What is WPF and how does it compare to WinForms?


I've been looking at WPF, but I've never really worked in it (except for 15 minutes, which prompted this question). I looked at this post but its really about the "Flash" of a WPF. So what is the difference between a Windows Forms application and a WPF application?

5/23/2017 11:54:59 AM

Accepted Answer

WPF is a vector graphics based UI presentation layer where WinForms is not. Why is that important/interesting? By being vector based, it allows the presentation layer to smoothly scale UI elements to any size without distortion.

WPF is also a composable presentation system, which means that pretty much any UI element can be made up of any other UI element. This allows you to easily build up complex UI elements from simpler ones.

WPF is also fully databinding aware, which means that you can bind any property of a UI element to a .NET object (or a property/method of an object), a property of another UI element, or data. Yes, WinForms supports databinding but in a much more limited way.

Finally, WPF is "skinable" or "themeable", which means that as a developer you can use a list box because those are the behaviors you need but someone can "skin" it to look like something completely different.

Think of a list box of images. You want the content to actually be the image but you still want list box behaviors. This is completely trivial to do in WPF by simply using a listbox and changing the content presentation to contain an image rather than text.

2/26/2009 1:04:29 AM

A good way of looking at this might start with asking what exactly Winforms is.

Both Winforms and WPF are frameworks designed to make the UI layer of an application easier to code. The really old folks around here might be able to speak about how writing the windows version of "Hello, World" could take 4 pages or so of code. Also, rocks were a good deal softer then and we had to fight of giant lizards while we coded. The Winforms library and designer takes a lot of the common tasks and makes them easier to write.

WPF does the same thing, but with the awareness that those common tasks might now include much more visually interesting things, in addition to including a lot of things that Winforms did not necessarily consider to be part of the UI layer. The way WPF supports commanding, triggers, and databinding are all great parts of the framework, but the core reason for it is the same core reason Winforms had for existing in the first place.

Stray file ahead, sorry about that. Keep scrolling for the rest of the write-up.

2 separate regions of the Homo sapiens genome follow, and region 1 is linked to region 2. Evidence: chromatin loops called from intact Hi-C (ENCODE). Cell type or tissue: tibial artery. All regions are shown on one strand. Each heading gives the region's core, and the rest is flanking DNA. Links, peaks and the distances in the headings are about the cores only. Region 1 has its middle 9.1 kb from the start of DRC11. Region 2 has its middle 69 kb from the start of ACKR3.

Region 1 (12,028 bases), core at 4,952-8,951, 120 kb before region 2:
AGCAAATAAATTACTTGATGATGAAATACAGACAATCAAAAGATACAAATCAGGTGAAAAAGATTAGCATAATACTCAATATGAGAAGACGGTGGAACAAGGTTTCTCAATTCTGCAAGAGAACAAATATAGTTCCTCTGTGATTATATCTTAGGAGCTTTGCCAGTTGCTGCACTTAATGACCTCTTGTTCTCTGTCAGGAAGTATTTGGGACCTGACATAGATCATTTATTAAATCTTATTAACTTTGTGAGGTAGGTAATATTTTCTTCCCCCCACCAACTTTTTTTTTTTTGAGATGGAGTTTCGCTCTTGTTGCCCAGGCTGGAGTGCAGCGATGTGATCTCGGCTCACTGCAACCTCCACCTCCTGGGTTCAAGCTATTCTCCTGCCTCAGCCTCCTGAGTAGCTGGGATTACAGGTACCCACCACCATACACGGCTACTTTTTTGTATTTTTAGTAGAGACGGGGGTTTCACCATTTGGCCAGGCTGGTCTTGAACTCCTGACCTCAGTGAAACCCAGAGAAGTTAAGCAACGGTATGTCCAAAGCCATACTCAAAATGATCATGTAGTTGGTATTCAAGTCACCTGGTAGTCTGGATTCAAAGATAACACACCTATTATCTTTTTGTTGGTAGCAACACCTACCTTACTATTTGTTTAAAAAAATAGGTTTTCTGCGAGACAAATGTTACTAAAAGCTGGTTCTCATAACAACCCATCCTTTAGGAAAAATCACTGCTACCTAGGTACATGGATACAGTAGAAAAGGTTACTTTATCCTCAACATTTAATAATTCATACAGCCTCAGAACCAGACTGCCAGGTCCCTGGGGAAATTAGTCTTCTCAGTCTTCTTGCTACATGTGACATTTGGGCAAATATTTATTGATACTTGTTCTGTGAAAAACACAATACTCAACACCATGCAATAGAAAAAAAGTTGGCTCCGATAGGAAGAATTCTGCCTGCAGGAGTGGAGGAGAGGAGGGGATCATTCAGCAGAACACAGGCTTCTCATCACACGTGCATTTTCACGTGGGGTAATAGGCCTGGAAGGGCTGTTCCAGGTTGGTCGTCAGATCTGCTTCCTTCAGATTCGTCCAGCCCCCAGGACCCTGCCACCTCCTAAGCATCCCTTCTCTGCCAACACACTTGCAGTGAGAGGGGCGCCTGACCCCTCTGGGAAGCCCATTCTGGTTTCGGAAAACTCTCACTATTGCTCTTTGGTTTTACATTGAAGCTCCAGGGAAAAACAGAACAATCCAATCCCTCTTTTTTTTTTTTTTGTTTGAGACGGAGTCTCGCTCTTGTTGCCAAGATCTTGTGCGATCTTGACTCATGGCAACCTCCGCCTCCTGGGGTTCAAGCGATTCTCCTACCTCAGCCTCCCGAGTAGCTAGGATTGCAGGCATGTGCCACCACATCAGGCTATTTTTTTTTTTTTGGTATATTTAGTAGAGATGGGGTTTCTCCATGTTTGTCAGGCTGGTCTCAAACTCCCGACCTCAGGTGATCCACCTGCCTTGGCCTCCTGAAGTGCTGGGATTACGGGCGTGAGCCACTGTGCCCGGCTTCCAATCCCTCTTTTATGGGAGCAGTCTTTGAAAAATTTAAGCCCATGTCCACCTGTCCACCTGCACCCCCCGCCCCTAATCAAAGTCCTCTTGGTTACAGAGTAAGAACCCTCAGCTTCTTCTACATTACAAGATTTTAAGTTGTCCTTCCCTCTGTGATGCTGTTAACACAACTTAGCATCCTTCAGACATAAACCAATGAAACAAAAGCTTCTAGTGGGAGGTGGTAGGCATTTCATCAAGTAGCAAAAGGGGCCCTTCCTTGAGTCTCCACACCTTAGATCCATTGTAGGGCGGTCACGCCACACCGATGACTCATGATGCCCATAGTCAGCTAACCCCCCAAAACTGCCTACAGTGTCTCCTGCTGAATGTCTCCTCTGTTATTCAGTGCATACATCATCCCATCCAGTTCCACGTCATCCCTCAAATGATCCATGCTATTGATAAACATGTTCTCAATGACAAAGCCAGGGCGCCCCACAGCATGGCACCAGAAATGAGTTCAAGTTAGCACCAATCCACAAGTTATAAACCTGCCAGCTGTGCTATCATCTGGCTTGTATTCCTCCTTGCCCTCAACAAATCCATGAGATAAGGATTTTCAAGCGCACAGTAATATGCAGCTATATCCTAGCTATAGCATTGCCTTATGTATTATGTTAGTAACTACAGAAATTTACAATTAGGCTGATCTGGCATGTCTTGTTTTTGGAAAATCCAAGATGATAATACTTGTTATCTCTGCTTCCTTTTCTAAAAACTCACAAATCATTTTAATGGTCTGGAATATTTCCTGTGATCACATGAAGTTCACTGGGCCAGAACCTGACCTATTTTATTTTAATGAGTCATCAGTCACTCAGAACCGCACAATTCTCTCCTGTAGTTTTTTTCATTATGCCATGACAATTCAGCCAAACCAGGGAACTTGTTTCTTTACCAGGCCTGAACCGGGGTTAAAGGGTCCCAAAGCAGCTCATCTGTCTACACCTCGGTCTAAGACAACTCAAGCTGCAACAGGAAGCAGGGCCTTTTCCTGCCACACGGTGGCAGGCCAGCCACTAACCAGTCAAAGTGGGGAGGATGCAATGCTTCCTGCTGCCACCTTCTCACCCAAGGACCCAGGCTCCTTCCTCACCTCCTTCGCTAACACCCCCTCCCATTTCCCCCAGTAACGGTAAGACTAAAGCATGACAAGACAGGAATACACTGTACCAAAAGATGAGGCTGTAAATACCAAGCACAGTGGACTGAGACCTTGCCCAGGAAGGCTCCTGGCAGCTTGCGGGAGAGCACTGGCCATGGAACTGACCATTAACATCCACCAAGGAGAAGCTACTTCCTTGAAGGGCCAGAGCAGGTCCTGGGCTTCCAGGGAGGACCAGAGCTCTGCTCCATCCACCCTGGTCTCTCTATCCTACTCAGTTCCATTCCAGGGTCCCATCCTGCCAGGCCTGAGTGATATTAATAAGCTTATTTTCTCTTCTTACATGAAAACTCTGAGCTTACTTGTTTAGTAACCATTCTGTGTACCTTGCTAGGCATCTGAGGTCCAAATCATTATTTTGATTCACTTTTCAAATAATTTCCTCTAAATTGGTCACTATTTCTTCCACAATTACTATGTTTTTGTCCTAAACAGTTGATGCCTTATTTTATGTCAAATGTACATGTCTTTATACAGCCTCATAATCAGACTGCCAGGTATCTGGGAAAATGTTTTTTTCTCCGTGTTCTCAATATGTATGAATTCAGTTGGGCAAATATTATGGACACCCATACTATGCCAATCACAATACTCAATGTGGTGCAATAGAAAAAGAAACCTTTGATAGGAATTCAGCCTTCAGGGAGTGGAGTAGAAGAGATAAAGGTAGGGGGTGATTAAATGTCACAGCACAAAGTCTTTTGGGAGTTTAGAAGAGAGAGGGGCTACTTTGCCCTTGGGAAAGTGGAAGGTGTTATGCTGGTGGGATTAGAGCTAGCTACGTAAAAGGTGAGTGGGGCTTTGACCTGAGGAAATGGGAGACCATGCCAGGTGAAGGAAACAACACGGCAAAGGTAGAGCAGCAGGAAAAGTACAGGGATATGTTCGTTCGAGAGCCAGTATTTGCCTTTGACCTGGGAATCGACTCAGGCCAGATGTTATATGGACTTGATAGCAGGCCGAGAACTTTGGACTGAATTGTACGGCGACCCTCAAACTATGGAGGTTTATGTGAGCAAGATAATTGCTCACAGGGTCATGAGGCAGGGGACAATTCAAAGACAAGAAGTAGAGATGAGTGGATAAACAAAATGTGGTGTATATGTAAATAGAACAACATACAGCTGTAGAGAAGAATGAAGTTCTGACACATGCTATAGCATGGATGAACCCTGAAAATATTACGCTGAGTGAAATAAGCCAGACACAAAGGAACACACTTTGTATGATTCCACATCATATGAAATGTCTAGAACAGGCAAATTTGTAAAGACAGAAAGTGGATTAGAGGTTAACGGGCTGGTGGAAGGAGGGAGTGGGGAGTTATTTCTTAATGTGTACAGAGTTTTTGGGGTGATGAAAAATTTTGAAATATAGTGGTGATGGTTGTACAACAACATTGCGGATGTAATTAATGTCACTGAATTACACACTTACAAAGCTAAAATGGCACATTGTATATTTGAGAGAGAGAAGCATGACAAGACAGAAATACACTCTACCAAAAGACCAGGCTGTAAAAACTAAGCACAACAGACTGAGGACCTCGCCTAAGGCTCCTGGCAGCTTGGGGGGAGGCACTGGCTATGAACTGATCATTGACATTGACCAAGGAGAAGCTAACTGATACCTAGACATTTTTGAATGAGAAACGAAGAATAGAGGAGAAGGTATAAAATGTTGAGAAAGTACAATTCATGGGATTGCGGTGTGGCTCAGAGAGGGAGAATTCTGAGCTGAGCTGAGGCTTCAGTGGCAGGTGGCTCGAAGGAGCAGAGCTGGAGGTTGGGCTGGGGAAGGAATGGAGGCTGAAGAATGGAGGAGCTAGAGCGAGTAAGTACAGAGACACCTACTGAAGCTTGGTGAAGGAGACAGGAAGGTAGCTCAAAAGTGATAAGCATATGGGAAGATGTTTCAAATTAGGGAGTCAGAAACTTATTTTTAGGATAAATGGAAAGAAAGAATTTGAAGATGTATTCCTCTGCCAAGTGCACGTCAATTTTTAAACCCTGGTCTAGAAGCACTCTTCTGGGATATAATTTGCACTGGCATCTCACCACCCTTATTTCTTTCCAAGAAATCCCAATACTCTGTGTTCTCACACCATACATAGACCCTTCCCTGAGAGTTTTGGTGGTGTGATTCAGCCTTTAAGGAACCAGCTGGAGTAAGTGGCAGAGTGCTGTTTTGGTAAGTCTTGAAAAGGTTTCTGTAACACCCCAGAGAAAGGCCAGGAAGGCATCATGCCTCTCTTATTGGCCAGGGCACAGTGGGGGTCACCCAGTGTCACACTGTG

WPFs improvement here is that, instead of giving you the option of either writing a completely custom control from scratch or forcing you to use a single set of controls with limited customization capabilities, you may now separate the function of a control from its appearance. The ability to describe how our controls look in XAML and keep that separate from how the controls work in code is very similar to the HTML/Code model that web programmers are used to working with.

A good WPF application follows the same model that a good Winforms application would; keeping as much stuff as possible out of the UI layer. The core logic of the application and the data layer should be the same, but there are now easier ways of making the visuals more impressive, which is likely why most of the information you've seen on it involves the flashier visual stuff. If you're looking to learn WPF, you can actually start by using it almost exactly as you would Winforms and then refactoring the other features in as you grasp them. For an excellent example of this, I highly recommend Scott Hanselman's series of blog posts on the development of BabySmash, which start here. It's a great walkthrough of the process, both in code and in thought.

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